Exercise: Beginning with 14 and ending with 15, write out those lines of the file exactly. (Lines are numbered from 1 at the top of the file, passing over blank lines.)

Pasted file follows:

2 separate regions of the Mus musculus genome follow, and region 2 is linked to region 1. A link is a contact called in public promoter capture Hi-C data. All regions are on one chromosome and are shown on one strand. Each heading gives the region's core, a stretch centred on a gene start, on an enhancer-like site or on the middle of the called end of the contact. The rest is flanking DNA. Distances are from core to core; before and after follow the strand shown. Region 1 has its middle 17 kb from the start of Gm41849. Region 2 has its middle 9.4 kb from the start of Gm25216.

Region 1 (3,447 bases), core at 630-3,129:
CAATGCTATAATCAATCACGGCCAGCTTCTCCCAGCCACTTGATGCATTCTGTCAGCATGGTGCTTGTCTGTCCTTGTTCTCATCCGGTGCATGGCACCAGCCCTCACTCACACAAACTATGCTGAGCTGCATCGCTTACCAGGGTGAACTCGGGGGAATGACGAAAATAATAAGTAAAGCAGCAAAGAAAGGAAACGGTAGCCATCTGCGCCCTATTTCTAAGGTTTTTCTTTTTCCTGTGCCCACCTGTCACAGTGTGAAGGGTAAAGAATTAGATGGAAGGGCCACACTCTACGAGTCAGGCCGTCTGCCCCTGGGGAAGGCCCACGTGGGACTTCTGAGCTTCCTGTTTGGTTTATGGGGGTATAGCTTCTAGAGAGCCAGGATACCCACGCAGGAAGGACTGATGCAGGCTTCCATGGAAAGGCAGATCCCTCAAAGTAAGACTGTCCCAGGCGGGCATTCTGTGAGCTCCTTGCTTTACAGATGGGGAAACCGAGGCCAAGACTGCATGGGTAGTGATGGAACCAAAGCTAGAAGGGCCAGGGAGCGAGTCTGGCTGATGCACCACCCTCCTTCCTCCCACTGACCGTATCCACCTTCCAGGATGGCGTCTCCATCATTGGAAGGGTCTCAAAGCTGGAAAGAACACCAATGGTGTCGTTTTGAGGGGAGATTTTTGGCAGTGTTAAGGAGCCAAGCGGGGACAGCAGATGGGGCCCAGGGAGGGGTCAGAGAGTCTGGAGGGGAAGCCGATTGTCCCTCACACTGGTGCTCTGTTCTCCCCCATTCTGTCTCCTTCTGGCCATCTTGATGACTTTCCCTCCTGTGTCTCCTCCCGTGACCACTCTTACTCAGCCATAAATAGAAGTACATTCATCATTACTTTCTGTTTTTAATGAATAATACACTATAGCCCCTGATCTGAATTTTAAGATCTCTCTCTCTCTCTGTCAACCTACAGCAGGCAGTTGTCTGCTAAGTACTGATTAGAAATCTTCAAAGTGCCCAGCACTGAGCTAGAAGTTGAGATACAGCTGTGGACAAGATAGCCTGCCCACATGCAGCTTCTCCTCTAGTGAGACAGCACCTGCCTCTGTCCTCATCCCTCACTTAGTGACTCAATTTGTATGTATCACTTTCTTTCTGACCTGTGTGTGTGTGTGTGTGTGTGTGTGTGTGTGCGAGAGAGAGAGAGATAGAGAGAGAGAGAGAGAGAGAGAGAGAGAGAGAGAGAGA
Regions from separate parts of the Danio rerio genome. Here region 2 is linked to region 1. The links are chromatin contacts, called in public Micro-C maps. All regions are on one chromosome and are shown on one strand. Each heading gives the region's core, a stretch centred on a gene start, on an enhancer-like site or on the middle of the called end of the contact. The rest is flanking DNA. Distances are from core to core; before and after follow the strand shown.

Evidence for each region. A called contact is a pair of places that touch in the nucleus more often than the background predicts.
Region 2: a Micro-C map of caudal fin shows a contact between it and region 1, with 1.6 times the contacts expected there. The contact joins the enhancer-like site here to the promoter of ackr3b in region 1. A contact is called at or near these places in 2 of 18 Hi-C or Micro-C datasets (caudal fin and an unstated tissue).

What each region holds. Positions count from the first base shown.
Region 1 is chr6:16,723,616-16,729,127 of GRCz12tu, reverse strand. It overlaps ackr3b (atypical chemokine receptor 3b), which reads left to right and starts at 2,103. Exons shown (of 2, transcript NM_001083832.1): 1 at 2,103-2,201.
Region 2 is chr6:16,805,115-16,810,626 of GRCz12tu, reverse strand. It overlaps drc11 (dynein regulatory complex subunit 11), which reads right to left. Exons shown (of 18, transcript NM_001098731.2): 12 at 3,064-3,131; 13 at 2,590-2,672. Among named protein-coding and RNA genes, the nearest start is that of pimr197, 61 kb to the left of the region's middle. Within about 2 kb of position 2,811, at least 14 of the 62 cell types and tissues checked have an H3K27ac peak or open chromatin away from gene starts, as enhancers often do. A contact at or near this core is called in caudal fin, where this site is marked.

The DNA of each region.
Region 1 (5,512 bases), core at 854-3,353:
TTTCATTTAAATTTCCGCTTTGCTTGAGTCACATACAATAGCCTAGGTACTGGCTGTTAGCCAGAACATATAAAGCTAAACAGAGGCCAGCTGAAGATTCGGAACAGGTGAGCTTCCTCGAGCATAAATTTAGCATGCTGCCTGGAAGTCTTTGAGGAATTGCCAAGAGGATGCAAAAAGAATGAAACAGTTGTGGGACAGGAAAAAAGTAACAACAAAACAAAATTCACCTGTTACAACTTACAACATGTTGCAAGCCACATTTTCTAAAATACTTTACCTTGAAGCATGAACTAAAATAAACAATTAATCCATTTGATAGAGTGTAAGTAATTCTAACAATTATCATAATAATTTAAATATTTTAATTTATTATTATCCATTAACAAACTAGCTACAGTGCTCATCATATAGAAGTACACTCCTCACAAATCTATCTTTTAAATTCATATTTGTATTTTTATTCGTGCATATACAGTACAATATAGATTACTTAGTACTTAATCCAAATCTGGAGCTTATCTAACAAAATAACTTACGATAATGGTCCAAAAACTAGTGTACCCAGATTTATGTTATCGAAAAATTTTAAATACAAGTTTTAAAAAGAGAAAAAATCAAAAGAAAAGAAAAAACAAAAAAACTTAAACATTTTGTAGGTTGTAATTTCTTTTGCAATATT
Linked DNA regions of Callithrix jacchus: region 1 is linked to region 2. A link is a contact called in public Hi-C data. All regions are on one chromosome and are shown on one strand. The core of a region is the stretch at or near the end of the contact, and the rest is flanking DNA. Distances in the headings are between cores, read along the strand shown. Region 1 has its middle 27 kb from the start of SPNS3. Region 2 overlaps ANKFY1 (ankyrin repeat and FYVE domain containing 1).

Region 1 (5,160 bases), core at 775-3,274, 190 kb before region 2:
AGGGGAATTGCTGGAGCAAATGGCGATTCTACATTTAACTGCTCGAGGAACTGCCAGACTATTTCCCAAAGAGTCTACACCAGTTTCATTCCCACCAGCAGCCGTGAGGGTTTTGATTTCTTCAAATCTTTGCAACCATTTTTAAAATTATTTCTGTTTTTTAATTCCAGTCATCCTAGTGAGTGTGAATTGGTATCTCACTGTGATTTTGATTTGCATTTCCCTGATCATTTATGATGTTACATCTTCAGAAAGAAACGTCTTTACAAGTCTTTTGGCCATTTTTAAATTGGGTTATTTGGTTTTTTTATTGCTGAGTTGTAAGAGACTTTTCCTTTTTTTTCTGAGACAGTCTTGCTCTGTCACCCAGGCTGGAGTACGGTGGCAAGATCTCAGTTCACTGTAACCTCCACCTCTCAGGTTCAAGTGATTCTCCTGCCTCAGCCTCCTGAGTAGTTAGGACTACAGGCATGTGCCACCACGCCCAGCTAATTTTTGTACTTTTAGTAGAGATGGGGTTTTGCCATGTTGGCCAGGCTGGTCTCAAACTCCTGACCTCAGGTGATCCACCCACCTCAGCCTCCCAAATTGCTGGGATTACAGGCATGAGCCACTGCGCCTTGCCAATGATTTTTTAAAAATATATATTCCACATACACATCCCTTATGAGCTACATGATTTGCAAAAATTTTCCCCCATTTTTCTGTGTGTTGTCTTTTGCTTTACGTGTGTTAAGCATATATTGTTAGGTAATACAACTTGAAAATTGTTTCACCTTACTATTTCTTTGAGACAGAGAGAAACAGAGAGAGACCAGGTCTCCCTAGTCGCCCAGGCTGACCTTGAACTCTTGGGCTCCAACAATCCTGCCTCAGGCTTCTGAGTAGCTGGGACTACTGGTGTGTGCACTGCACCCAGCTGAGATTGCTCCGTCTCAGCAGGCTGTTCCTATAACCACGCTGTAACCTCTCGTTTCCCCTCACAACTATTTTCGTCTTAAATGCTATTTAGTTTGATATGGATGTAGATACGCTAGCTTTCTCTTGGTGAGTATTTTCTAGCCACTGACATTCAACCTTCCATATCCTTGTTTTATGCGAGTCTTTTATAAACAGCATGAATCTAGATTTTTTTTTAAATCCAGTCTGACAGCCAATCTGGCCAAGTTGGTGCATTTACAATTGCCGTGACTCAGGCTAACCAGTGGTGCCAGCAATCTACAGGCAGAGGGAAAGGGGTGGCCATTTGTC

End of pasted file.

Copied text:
Region 1 (5,160 bases), core at 775-3,274, 190 kb before region 2:
AGGGGAATTGCTGGAGCAAATGGCGATTCTACATTTAACTGCTCGAGGAACTGCCAGACTATTTCCCAAAGAGTCTACACCAGTTTCATTCCCACCAGCAGCCGTGAGGGTTTTGATTTCTTCAAATCTTTGCAACCATTTTTAAAATTATTTCTGTTTTTTAATTCCAGTCATCCTAGTGAGTGTGAATTGGTATCTCACTGTGATTTTGATTTGCATTTCCCTGATCATTTATGATGTTACATCTTCAGAAAGAAACGTCTTTACAAGTCTTTTGGCCATTTTTAAATTGGGTTATTTGGTTTTTTTATTGCTGAGTTGTAAGAGACTTTTCCTTTTTTTTCTGAGACAGTCTTGCTCTGTCACCCAGGCTGGAGTACGGTGGCAAGATCTCAGTTCACTGTAACCTCCACCTCTCAGGTTCAAGTGATTCTCCTGCCTCAGCCTCCTGAGTAGTTAGGACTACAGGCATGTGCCACCACGCCCAGCTAATTTTTGTACTTTTAGTAGAGATGGGGTTTTGCCATGTTGGCCAGGCTGGTCTCAAACTCCTGACCTCAGGTGATCCACCCACCTCAGCCTCCCAAATTGCTGGGATTACAGGCATGAGCCACTGCGCCTTGCCAATGATTTTTTAAAAATATATATTCCACATACACATCCCTTATGAGCTACATGATTTGCAAAAATTTTCCCCCATTTTTCTGTGTGTTGTCTTTTGCTTTACGTGTGTTAAGCATATATTGTTAGGTAATACAACTTGAAAATTGTTTCACCTTACTATTTCTTTGAGACAGAGAGAAACAGAGAGAGACCAGGTCTCCCTAGTCGCCCAGGCTGACCTTGAACTCTTGGGCTCCAACAATCCTGCCTCAGGCTTCTGAGTAGCTGGGACTACTGGTGTGTGCACTGCACCCAGCTGAGATTGCTCCGTCTCAGCAGGCTGTTCCTATAACCACGCTGTAACCTCTCGTTTCCCCTCACAACTATTTTCGTCTTAAATGCTATTTAGTTTGATATGGATGTAGATACGCTAGCTTTCTCTTGGTGAGTATTTTCTAGCCACTGACATTCAACCTTCCATATCCTTGTTTTATGCGAGTCTTTTATAAACAGCATGAATCTAGATTTTTTTTTAAATCCAGTCTGACAGCCAATCTGGCCAAGTTGGTGCATTTACAATTGCCGTGACTCAGGCTAACCAGTGGTGCCAGCAATCTACAGGCAGAGGGAAAGGGGTGGCCATTTGTC